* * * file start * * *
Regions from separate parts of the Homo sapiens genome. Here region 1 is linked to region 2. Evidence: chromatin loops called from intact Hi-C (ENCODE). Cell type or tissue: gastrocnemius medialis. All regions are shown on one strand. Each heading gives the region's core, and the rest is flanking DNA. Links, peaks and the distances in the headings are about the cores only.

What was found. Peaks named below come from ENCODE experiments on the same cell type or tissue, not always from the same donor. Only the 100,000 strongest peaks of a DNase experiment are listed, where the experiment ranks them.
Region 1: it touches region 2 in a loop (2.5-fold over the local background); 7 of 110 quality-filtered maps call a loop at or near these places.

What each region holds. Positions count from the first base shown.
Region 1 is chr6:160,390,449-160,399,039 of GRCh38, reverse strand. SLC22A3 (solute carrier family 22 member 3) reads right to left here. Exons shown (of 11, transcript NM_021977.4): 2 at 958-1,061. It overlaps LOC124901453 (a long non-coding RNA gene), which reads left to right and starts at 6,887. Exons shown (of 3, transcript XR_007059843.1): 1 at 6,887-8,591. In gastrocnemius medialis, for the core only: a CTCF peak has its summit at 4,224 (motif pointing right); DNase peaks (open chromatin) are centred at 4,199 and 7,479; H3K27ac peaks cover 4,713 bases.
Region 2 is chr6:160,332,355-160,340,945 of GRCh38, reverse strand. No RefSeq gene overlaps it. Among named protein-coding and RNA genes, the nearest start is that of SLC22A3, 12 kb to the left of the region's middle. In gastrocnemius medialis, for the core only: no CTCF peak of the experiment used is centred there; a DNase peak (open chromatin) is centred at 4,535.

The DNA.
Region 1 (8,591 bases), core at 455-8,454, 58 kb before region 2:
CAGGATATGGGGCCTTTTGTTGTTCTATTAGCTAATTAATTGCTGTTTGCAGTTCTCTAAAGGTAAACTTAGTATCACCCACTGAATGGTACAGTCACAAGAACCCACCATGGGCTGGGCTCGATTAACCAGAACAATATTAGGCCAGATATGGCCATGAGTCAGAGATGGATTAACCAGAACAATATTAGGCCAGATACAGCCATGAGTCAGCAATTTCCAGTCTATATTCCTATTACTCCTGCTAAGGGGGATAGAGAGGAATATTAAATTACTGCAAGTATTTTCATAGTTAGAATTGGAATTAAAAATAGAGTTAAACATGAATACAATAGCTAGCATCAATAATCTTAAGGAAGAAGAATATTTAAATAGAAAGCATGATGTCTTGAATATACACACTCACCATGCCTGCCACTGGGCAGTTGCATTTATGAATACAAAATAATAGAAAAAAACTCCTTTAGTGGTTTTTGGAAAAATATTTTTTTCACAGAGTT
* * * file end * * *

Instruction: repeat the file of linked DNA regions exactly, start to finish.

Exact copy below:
Regions from separate parts of the Homo sapiens genome. Here region 1 is linked to region 2. Evidence: chromatin loops called from intact Hi-C (ENCODE). Cell type or tissue: gastrocnemius medialis. All regions are shown on one strand. Each heading gives the region's core, and the rest is flanking DNA. Links, peaks and the distances in the headings are about the cores only.

What was found. Peaks named below come from ENCODE experiments on the same cell type or tissue, not always from the same donor. Only the 100,000 strongest peaks of a DNase experiment are listed, where the experiment ranks them.
Region 1: it touches region 2 in a loop (2.5-fold over the local background); 7 of 110 quality-filtered maps call a loop at or near these places.

What each region holds. Positions count from the first base shown.
Region 1 is chr6:160,390,449-160,399,039 of GRCh38, reverse strand. SLC22A3 (solute carrier family 22 member 3) reads right to left here. Exons shown (of 11, transcript NM_021977.4): 2 at 958-1,061. It overlaps LOC124901453 (a long non-coding RNA gene), which reads left to right and starts at 6,887. Exons shown (of 3, transcript XR_007059843.1): 1 at 6,887-8,591. In gastrocnemius medialis, for the core only: a CTCF peak has its summit at 4,224 (motif pointing right); DNase peaks (open chromatin) are centred at 4,199 and 7,479; H3K27ac peaks cover 4,713 bases.
Region 2 is chr6:160,332,355-160,340,945 of GRCh38, reverse strand. No RefSeq gene overlaps it. Among named protein-coding and RNA genes, the nearest start is that of SLC22A3, 12 kb to the left of the region's middle. In gastrocnemius medialis, for the core only: no CTCF peak of the experiment used is centred there; a DNase peak (open chromatin) is centred at 4,535.

The DNA.
Region 1 (8,591 bases), core at 455-8,454, 58 kb before region 2:
CAGGATATGGGGCCTTTTGTTGTTCTATTAGCTAATTAATTGCTGTTTGCAGTTCTCTAAAGGTAAACTTAGTATCACCCACTGAATGGTACAGTCACAAGAACCCACCATGGGCTGGGCTCGATTAACCAGAACAATATTAGGCCAGATATGGCCATGAGTCAGAGATGGATTAACCAGAACAATATTAGGCCAGATACAGCCATGAGTCAGCAATTTCCAGTCTATATTCCTATTACTCCTGCTAAGGGGGATAGAGAGGAATATTAAATTACTGCAAGTATTTTCATAGTTAGAATTGGAATTAAAAATAGAGTTAAACATGAATACAATAGCTAGCATCAATAATCTTAAGGAAGAAGAATATTTAAATAGAAAGCATGATGTCTTGAATATACACACTCACCATGCCTGCCACTGGGCAGTTGCATTTATGAATACAAAATAATAGAAAAAAACTCCTTTAGTGGTTTTTGGAAAAATATTTTTTTCACAGAGTT